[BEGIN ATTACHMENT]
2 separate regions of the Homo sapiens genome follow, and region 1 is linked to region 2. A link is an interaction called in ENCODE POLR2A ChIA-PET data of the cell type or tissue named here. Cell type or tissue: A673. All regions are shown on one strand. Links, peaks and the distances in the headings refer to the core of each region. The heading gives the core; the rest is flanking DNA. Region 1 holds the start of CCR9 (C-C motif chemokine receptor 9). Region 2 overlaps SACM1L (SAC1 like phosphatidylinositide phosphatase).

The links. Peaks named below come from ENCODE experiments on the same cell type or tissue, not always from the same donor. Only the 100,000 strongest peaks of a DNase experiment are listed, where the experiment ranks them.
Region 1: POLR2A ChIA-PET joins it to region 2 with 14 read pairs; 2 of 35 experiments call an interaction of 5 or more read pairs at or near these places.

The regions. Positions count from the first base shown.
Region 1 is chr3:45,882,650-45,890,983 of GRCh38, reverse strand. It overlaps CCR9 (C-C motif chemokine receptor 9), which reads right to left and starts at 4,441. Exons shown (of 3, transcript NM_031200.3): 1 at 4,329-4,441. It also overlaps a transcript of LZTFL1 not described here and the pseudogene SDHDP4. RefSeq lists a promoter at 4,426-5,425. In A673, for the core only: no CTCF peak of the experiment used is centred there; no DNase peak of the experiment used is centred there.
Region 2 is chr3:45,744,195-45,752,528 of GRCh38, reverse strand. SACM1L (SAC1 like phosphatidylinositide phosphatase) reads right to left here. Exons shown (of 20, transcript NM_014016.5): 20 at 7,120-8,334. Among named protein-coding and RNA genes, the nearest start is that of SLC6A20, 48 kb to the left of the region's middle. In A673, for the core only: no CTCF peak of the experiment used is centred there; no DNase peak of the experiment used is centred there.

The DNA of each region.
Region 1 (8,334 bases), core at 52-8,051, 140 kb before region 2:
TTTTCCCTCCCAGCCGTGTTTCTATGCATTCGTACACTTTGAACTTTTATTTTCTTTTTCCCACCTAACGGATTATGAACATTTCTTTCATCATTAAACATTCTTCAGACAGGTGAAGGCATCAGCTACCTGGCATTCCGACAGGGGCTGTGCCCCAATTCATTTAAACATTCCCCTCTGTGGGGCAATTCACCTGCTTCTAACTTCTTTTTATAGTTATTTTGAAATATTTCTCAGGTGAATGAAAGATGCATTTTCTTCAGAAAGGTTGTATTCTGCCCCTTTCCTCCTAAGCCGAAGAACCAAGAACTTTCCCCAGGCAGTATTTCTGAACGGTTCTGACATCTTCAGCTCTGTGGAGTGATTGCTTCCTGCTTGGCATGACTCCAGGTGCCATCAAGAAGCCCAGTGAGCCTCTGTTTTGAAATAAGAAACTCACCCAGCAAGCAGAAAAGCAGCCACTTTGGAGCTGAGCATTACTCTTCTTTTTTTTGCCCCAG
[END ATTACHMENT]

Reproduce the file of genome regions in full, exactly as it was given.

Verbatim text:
2 separate regions of the Homo sapiens genome follow, and region 1 is linked to region 2. A link is an interaction called in ENCODE POLR2A ChIA-PET data of the cell type or tissue named here. Cell type or tissue: A673. All regions are shown on one strand. Links, peaks and the distances in the headings refer to the core of each region. The heading gives the core; the rest is flanking DNA. Region 1 holds the start of CCR9 (C-C motif chemokine receptor 9). Region 2 overlaps SACM1L (SAC1 like phosphatidylinositide phosphatase).

The links. Peaks named below come from ENCODE experiments on the same cell type or tissue, not always from the same donor. Only the 100,000 strongest peaks of a DNase experiment are listed, where the experiment ranks them.
Region 1: POLR2A ChIA-PET joins it to region 2 with 14 read pairs; 2 of 35 experiments call an interaction of 5 or more read pairs at or near these places.

The regions. Positions count from the first base shown.
Region 1 is chr3:45,882,650-45,890,983 of GRCh38, reverse strand. It overlaps CCR9 (C-C motif chemokine receptor 9), which reads right to left and starts at 4,441. Exons shown (of 3, transcript NM_031200.3): 1 at 4,329-4,441. It also overlaps a transcript of LZTFL1 not described here and the pseudogene SDHDP4. RefSeq lists a promoter at 4,426-5,425. In A673, for the core only: no CTCF peak of the experiment used is centred there; no DNase peak of the experiment used is centred there.
Region 2 is chr3:45,744,195-45,752,528 of GRCh38, reverse strand. SACM1L (SAC1 like phosphatidylinositide phosphatase) reads right to left here. Exons shown (of 20, transcript NM_014016.5): 20 at 7,120-8,334. Among named protein-coding and RNA genes, the nearest start is that of SLC6A20, 48 kb to the left of the region's middle. In A673, for the core only: no CTCF peak of the experiment used is centred there; no DNase peak of the experiment used is centred there.

The DNA of each region.
Region 1 (8,334 bases), core at 52-8,051, 140 kb before region 2:
TTTTCCCTCCCAGCCGTGTTTCTATGCATTCGTACACTTTGAACTTTTATTTTCTTTTTCCCACCTAACGGATTATGAACATTTCTTTCATCATTAAACATTCTTCAGACAGGTGAAGGCATCAGCTACCTGGCATTCCGACAGGGGCTGTGCCCCAATTCATTTAAACATTCCCCTCTGTGGGGCAATTCACCTGCTTCTAACTTCTTTTTATAGTTATTTTGAAATATTTCTCAGGTGAATGAAAGATGCATTTTCTTCAGAAAGGTTGTATTCTGCCCCTTTCCTCCTAAGCCGAAGAACCAAGAACTTTCCCCAGGCAGTATTTCTGAACGGTTCTGACATCTTCAGCTCTGTGGAGTGATTGCTTCCTGCTTGGCATGACTCCAGGTGCCATCAAGAAGCCCAGTGAGCCTCTGTTTTGAAATAAGAAACTCACCCAGCAAGCAGAAAAGCAGCCACTTTGGAGCTGAGCATTACTCTTCTTTTTTTTGCCCCAG